The Wright Rural Medical Scholars program continues its mission to develop and nurture physicians pursuing rural practice in Ohio by placing students from the Boonshoft School of Medicine into clinical rotations at health systems in rural West Central Ohio. While living and learning in rural communities near the Wright State University—Lake Campus in Celina, students gain knowledge of rural health, rural lifestyles, and help provide care to the area’s residents.
There are three components within the Wright Rural Medical Scholars program. They include the rural track, stand-alone rural experiences, and Advocates for Rural Medicine, a student organization at the medical school. The rural track is for students who want an extensive rural clinical education experience and who plan to practice in a rural community after they complete their training. Acceptance to the rural track is competitive, and students apply during their first year of medical school. The students selected to be on the rural track are required to complete rural-based activities throughout their undergraduate medical education, including a scholarly project. Upon the successful completion of all requirements, those in the rural track will be recognized at graduation.
Students not in the rural track still have opportunities to participate in rural activities, such as single rural clerkships or electives. These students often have a strong interest in underserved communities, and a rural experience gives them the opportunity to round out their education, which often also includes experiences with urban medicine in Dayton, as well as international experiences as part of the global health program. Single rural experience students often also have an interest in public health and learning more about how the public health challenges of a rural community are different from urban and suburban communities, even if the communities are not geographically that far apart, as is the case with the Wright State campuses in Dayton and Celina.
“We have students who are very committed to a career in rural medicine,” said Lori Martensen, director of the Wright Rural Medical Scholars program. Our goal is to have three to five alumni in each class practicing in a rural community. If we accomplish this, we would be one of the leading allopathic schools in the nation for rural physician workforce development. An expert in the field recently said most medical schools average two alumni per class working in a rural setting.”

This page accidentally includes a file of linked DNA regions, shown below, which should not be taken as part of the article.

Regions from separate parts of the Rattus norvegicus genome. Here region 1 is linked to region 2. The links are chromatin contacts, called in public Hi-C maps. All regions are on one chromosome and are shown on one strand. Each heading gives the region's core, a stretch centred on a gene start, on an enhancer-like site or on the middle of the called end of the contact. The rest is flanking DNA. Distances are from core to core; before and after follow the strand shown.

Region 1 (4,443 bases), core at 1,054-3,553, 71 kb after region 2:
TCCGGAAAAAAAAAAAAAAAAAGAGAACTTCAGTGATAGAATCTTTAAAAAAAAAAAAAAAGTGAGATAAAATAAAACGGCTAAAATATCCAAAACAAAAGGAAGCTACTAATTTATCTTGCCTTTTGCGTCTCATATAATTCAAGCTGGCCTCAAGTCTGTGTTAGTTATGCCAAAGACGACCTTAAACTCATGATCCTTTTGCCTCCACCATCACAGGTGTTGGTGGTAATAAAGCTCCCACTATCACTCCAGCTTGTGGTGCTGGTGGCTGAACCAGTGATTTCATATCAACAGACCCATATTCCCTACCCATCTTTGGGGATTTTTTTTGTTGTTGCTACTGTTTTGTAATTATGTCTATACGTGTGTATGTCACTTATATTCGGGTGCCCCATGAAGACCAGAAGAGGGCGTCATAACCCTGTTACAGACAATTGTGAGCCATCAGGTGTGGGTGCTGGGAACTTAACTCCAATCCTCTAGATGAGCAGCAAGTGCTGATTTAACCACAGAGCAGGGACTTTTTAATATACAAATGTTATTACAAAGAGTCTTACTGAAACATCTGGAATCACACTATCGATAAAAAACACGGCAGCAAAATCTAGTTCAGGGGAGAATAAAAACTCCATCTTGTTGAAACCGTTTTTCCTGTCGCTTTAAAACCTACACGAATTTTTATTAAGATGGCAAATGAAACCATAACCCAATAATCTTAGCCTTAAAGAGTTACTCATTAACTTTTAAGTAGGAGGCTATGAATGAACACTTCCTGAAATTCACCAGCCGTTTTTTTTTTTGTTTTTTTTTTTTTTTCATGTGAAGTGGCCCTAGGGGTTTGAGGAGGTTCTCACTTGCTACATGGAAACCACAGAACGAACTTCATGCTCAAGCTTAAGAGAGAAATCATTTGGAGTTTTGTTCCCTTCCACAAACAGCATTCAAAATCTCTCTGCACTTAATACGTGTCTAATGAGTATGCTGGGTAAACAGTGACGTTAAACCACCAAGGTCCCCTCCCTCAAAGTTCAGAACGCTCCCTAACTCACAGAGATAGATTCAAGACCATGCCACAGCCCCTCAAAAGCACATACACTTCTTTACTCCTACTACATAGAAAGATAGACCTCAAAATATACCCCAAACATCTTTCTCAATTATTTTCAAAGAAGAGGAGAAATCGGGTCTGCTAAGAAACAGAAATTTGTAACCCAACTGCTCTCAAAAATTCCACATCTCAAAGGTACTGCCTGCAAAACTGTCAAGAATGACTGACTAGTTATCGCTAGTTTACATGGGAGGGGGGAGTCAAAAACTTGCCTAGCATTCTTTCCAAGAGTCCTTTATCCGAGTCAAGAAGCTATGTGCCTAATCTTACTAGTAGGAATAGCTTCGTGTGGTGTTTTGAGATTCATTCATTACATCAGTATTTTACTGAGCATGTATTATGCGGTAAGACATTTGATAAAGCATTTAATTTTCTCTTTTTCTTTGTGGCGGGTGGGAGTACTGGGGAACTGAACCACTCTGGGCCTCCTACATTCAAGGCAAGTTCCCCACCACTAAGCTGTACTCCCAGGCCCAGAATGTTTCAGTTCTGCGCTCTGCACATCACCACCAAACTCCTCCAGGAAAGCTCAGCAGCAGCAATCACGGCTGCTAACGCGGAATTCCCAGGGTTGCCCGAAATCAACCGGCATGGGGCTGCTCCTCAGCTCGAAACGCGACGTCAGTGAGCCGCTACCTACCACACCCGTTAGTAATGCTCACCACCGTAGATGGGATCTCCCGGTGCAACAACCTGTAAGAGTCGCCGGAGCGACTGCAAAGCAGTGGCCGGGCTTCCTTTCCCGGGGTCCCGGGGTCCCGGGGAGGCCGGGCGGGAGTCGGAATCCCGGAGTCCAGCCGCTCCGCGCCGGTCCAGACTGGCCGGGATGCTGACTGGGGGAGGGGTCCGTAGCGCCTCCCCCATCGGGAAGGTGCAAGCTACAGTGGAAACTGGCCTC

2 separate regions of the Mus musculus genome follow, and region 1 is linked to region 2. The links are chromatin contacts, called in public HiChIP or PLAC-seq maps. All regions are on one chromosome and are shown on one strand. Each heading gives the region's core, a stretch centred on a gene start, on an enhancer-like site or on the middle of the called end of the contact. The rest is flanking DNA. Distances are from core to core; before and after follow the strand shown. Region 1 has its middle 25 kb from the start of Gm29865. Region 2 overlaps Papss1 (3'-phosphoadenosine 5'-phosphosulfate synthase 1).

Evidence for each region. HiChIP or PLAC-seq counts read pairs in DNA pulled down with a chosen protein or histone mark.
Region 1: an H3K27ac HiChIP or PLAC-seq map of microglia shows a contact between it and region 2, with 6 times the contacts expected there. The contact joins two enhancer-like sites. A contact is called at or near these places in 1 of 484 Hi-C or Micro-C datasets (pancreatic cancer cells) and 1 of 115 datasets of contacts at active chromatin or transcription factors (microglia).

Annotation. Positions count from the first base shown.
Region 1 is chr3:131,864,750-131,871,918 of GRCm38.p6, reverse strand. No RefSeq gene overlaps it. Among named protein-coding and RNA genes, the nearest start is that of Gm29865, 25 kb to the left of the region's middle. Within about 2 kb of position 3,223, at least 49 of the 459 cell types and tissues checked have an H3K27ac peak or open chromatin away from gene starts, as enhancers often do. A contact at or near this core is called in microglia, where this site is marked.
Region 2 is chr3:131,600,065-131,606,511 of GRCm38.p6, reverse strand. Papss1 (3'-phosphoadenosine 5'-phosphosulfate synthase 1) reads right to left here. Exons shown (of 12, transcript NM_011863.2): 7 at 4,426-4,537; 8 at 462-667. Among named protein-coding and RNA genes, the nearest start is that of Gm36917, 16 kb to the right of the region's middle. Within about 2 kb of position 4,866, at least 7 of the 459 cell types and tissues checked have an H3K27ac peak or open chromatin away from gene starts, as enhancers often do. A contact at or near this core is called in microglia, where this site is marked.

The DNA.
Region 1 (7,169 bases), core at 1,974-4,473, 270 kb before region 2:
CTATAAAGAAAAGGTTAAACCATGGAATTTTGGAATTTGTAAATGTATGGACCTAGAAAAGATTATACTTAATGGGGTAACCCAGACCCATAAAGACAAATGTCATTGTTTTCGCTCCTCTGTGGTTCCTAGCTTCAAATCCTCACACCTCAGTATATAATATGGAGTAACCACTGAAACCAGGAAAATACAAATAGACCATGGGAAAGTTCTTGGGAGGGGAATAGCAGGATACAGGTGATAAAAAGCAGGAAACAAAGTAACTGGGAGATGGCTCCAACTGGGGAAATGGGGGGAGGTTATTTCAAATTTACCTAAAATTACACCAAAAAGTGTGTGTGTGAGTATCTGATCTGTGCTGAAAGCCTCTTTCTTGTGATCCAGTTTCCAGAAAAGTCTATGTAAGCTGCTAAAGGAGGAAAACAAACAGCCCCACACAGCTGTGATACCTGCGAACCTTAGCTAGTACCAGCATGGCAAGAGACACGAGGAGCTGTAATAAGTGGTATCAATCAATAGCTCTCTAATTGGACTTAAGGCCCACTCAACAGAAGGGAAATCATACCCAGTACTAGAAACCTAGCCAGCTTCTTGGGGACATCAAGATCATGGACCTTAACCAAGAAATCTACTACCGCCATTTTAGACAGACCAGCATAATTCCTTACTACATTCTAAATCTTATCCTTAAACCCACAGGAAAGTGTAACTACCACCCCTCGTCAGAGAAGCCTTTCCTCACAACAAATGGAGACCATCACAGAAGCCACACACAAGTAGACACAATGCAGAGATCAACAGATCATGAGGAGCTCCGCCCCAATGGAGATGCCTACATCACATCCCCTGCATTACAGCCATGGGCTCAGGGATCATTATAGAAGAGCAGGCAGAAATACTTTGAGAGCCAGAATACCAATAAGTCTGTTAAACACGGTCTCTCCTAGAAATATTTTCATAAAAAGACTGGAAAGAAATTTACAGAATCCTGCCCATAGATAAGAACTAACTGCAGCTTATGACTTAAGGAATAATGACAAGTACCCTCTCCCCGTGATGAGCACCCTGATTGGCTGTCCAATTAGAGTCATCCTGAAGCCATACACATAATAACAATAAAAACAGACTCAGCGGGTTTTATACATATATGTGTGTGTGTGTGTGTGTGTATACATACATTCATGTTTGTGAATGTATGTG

All Boonshoft School of Medicine students may become members of the student organization Advocates for Rural Medicine. Within the student organization, medical students learn about the unique challenges and rewards that come with practicing medicine in a rural community, such as the broader scope of work primary care physicians have, due to the lack of certain specialties in rural communities. Students also learn about how work and personal relationships overlap in rural communities, where physicians shop in the same stores as their patients, and the patients are often coaching or teaching the physician’s children.
The goal is to keep interested Wright State medical students connected with rural areas as much as possible so that their desire to work in rural regions remains strong. The Wright Rural Medical Scholars program looks to place rural-focused students into rural communities “early, often, and for extended periods of time” during their medical education.
“We are listening to the alumni who plan to become rural physicians. They tell us how valuable their rural clinical rotations were in helping them discern that they were on the right path with their career goals,” Martensen said. “The current rural track students tell us they will gladly take any rural placement they receive.”
Boonshoft School of Medicine faculty and staff have worked diligently to develop distance education options for didactics courses, which allow for full participation from students at rural sites without requiring them to return to Dayton. Distance education is essential for the future growth of the rural program.
“We currently have students spending almost half of the third year at a rural site,” Martensen said. “In the 2020-21 school year, rural track students will be able to complete more than half their clerkship year at rural sites. With distance education options available, students have fewer required trips to Dayton, which allows them to become more fully immersed in the rural community. Students at our rural sites have housing provided for them, and we are starting to see rural track students give up apartments in Dayton or only have them for part of the year. At some of our rural sites, I’d like to get it to six to nine months of the third year that can be done rural. But we have got some time before we get there.”
Martensen would also like to increase the amount of scholarship monies available to medical students who wish to complete rural rotations. Medical students in the Wright Rural Medical Scholars program have been able to take advantage of scholarships offered by health systems around the Lake Campus, but more support could greatly impact student success.
“We are the only medical school in Ohio whose rural program revolves around clinical rotations in rural communities. Other medical schools in Ohio have a rural pathway, but it is a student learning community where the activities are more classroom-based, such as case studies, guest speakers, or extra mentoring. One way is not better than the other, but we feel that by making our rural program all about the clinical experience, the Boonshoft School of Medicine is unique in what it is offering our students.”
The Wright Rural Medical Scholars program is funded by Ohio Area Health Education Center funds. Health Path of Ohio provided the program with more than three years of initial funding.